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2011_04_07 - Letter Boxer - Civilian Casualty Data

2011_04_07 - Letter Boxer - Civilian Casualty Data

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Published by John Uebersax
Open letter to Sen. Barbara Boxer (D-CA) requesting public release of data on civilian casualties of US drone strikes
Open letter to Sen. Barbara Boxer (D-CA) requesting public release of data on civilian casualties of US drone strikes

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Published by: John Uebersax on Feb 12, 2013
Copyright:Attribution Non-commercial


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John S. Uebersax PhD
83 Laguna Place
(805) 712-3145
Paso Robles, California 93446 
April 7, 2011The Honorable Barbara BoxerUnited States Senate112 Hart Senate Office BuildingWashington, D.C. 20510-0505
Subject: Release of drone strike civilian casualty data
Dear Senator Boxer:As you perhaps know, the ACLU has requested the release of drone strike civilian casualtydata under the Freedom of Information Act. In a recent letter(
)to the ACLU,the DoD declined to release the data.Amidst the usual DoD hedging and double-talk, the letter states:"The only documents that address estimates of civilian casualties related to dronestrikes are individual battle damage assessments evaluating each military aircraft mission, which the ACLU and DoD have agreed are outside the scope of thedocuments to be processed in this litigation."The DoD thus admits the existence of drone strike civilian casualty estimates on a mission-by-mission basis. Even without this admission, we know that such estimates would bemade as part of routine battle assessments.The question is then why the DoD refuses to release this information. Two reasons arestated by the letter or otherwise implied.The first is the claim that the DoD does not currently have civilian casualty estimates inaggregate form, i.e., across drone strike missions. However if they have mission-by-mission casualty statistics, either those can be supplied to the public, or the DoD cansummarize them. The letter also suggests that gathering civilian casualty data wouldentail "significant cost". That claim is entirely unconvincing. Nothing in war is moreimportant than protection of civilian life. Expense is not an issue when it comes tonational integrity, and for the DoD to imply otherwise demonstrates bad faith. In any case,the cost of retrieving and summarizing the data would be far less than that of a single MQ-9 Reaper drone, and probably less than that of one Hellfire missile.Second is the implied DoD contention that confidentiality of battle assessment data is vitalto national security. Again this is a specious argument. Civilian casualty statistics can beexcerpted from other mission details without impacting security or future missioneffectiveness. (If not, that would suggest the DoD does not distinguish between militant,suspected militant, and civilian casualties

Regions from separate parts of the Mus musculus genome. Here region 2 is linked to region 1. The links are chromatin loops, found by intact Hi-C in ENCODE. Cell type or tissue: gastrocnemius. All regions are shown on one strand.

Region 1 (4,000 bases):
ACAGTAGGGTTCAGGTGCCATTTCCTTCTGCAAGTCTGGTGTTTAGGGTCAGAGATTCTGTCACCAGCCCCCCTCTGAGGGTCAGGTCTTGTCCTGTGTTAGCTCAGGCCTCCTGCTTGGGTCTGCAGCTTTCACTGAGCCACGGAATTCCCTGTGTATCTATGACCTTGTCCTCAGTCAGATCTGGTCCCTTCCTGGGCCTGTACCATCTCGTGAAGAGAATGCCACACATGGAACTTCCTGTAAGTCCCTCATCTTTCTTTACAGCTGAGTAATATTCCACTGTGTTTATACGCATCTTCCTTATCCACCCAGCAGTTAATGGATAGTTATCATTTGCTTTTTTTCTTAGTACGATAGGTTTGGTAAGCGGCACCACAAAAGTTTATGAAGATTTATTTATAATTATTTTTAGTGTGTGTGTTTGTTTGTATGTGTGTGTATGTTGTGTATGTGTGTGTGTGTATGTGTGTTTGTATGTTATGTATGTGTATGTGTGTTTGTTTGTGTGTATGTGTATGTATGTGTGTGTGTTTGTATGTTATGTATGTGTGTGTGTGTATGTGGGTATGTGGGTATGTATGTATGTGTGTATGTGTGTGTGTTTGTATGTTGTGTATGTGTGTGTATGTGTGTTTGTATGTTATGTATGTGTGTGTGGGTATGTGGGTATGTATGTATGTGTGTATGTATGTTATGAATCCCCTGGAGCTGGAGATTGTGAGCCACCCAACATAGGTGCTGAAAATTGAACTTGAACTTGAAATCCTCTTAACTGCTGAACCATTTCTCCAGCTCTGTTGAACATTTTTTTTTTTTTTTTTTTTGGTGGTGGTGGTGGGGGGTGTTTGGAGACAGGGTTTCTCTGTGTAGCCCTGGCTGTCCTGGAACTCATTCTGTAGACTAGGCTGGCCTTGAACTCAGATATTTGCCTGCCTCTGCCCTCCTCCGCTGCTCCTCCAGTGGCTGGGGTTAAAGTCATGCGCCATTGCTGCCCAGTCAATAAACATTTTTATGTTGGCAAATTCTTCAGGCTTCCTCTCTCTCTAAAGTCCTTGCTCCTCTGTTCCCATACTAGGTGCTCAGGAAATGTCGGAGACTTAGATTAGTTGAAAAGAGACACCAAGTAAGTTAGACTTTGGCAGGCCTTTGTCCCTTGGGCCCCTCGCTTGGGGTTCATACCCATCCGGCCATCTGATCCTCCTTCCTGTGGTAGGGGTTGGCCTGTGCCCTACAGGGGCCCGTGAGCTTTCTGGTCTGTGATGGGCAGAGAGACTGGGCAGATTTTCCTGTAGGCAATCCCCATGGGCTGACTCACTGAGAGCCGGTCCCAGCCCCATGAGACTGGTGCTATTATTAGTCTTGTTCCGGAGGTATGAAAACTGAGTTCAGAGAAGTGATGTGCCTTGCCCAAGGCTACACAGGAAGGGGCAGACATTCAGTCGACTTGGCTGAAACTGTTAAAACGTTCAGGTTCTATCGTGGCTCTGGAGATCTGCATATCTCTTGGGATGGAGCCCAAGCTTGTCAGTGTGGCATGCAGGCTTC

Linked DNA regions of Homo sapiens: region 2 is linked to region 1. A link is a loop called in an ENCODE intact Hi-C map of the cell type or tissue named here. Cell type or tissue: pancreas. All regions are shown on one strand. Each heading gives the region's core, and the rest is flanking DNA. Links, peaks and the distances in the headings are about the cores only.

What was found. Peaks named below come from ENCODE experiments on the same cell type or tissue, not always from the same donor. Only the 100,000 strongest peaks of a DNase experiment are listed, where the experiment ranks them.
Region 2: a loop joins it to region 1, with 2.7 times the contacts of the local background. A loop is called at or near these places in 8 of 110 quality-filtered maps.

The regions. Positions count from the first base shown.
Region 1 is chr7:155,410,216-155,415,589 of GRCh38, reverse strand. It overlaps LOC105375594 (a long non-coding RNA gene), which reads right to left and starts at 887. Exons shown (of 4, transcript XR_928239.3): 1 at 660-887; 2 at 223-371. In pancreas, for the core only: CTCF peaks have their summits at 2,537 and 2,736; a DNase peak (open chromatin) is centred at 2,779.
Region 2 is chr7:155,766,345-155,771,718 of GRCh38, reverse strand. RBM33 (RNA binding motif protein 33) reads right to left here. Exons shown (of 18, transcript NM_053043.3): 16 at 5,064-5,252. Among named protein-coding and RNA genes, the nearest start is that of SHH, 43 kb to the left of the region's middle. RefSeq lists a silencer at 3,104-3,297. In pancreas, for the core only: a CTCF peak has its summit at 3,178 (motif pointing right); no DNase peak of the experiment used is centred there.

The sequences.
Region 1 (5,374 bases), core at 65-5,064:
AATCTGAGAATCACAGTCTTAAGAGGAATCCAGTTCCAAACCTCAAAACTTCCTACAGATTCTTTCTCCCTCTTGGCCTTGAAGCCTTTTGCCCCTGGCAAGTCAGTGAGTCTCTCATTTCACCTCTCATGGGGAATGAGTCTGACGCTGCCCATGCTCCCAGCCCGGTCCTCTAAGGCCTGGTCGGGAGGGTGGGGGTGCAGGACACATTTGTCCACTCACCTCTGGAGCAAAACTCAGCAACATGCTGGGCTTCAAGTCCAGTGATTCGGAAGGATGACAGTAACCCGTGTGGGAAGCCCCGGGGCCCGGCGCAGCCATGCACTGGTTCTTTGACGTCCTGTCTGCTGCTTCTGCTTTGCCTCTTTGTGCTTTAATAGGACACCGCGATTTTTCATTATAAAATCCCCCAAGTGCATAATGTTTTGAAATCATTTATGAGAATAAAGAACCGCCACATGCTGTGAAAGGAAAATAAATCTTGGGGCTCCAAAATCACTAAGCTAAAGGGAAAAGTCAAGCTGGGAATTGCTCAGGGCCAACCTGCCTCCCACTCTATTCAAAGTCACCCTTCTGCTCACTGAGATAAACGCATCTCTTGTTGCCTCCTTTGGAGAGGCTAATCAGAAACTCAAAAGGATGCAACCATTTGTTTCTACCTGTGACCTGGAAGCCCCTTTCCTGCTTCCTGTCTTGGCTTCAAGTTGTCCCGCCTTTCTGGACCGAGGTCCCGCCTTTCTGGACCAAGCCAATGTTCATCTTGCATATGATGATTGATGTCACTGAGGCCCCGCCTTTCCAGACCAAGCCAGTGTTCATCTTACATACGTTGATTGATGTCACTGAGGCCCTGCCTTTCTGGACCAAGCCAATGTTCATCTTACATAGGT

which would indicate an even more urgent need to increase Congressional and citizen oversight.)

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